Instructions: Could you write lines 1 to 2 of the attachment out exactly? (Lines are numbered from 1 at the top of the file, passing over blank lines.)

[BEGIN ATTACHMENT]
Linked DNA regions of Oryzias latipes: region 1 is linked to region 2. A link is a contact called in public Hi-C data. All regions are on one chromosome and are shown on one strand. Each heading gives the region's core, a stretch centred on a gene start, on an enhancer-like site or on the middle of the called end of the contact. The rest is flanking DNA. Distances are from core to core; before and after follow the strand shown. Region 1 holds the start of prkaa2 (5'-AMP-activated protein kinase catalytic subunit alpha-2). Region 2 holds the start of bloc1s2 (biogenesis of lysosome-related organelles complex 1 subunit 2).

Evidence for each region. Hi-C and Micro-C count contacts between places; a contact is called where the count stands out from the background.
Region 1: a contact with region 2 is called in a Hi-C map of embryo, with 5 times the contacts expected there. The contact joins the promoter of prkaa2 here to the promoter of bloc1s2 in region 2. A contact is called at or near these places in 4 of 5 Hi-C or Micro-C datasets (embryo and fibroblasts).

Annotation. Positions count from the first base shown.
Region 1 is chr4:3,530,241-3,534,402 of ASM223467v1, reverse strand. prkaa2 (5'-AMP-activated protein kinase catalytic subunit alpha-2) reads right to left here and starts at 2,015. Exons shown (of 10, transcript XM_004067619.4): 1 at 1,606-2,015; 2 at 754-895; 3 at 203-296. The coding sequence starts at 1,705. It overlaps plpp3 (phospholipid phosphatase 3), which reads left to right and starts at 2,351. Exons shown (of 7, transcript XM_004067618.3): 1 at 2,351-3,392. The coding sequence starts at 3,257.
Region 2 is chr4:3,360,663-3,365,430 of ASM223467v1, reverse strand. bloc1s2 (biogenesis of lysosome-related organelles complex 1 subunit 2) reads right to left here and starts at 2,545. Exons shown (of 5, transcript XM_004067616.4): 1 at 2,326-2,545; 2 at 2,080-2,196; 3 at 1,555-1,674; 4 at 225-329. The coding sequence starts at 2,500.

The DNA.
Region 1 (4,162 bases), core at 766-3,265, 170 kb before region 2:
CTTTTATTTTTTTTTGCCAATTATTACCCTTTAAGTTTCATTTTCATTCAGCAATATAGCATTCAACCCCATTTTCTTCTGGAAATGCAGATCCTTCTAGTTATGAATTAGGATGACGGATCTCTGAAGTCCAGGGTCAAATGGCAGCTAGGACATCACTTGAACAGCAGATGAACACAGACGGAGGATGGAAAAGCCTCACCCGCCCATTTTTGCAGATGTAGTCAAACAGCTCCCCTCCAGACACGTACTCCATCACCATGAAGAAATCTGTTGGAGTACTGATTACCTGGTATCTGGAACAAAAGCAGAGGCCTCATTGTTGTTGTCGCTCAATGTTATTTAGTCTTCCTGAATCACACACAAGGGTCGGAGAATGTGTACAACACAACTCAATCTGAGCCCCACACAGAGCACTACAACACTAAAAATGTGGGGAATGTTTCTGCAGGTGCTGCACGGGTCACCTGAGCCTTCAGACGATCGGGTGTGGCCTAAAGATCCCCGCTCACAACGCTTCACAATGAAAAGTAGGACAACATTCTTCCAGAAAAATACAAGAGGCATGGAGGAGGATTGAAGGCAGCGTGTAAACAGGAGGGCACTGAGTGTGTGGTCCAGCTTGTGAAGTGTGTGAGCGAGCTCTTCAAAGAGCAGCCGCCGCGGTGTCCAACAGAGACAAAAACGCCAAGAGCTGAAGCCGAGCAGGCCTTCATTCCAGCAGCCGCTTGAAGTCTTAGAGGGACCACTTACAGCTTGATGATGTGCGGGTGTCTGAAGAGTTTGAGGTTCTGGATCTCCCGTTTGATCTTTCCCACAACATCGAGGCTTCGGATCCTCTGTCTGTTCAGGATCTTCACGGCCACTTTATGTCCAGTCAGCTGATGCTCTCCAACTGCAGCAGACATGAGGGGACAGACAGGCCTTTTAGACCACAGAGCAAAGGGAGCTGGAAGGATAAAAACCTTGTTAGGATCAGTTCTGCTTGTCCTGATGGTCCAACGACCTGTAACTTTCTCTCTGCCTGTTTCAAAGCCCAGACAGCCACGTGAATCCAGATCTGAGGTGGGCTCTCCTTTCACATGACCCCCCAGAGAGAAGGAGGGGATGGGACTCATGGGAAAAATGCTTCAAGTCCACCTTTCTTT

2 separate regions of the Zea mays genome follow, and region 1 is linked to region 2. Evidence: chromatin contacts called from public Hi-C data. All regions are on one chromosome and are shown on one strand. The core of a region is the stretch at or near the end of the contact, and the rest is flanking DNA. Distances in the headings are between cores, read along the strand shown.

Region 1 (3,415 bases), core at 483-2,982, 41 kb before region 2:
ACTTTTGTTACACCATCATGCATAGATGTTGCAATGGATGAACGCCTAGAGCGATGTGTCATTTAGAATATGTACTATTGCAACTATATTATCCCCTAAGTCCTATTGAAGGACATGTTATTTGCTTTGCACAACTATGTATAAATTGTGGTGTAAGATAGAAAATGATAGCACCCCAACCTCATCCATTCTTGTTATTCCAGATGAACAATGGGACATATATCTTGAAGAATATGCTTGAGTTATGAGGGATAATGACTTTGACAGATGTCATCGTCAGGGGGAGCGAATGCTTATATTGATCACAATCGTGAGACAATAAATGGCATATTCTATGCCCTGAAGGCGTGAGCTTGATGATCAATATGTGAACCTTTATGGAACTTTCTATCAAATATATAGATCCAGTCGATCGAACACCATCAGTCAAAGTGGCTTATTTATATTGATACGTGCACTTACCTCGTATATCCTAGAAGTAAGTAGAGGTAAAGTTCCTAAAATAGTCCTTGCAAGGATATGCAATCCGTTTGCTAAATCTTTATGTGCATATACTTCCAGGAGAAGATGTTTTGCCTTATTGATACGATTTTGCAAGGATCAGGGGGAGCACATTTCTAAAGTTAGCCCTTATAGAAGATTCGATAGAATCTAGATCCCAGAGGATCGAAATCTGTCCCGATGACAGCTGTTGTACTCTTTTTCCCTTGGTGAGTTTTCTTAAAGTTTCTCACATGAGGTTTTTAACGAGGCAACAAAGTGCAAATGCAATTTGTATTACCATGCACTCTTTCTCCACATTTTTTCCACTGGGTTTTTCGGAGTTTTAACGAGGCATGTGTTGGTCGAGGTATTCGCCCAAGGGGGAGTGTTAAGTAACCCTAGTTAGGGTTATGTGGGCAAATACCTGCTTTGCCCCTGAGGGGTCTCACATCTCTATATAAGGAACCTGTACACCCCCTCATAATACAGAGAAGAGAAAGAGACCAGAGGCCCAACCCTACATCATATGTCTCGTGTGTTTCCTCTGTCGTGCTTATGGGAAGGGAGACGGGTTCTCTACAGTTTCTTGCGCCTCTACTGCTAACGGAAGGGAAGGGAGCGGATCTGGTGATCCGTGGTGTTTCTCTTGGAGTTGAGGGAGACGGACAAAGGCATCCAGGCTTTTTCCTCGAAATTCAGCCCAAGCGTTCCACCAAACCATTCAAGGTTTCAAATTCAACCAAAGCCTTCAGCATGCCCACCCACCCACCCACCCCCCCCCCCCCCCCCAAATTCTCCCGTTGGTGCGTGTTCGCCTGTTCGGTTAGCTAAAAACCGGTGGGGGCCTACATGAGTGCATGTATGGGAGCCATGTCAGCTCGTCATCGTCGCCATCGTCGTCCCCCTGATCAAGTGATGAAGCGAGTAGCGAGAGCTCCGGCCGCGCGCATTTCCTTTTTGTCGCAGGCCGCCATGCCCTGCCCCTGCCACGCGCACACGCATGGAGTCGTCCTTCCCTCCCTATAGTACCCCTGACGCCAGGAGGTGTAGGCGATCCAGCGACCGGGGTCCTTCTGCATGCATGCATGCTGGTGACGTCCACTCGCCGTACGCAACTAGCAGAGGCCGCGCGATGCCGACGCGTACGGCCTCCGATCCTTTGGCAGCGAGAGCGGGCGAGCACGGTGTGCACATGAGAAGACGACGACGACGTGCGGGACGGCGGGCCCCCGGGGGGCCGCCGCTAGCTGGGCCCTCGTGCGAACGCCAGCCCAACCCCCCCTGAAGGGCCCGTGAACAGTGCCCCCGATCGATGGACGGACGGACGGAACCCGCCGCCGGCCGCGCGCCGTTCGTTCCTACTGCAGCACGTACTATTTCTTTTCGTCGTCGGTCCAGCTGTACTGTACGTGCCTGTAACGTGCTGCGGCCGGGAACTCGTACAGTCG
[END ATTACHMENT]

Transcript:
Linked DNA regions of Oryzias latipes: region 1 is linked to region 2. A link is a contact called in public Hi-C data. All regions are on one chromosome and are shown on one strand. Each heading gives the region's core, a stretch centred on a gene start, on an enhancer-like site or on the middle of the called end of the contact. The rest is flanking DNA. Distances are from core to core; before and after follow the strand shown. Region 1 holds the start of prkaa2 (5'-AMP-activated protein kinase catalytic subunit alpha-2). Region 2 holds the start of bloc1s2 (biogenesis of lysosome-related organelles complex 1 subunit 2).

Evidence for each region. Hi-C and Micro-C count contacts between places; a contact is called where the count stands out from the background.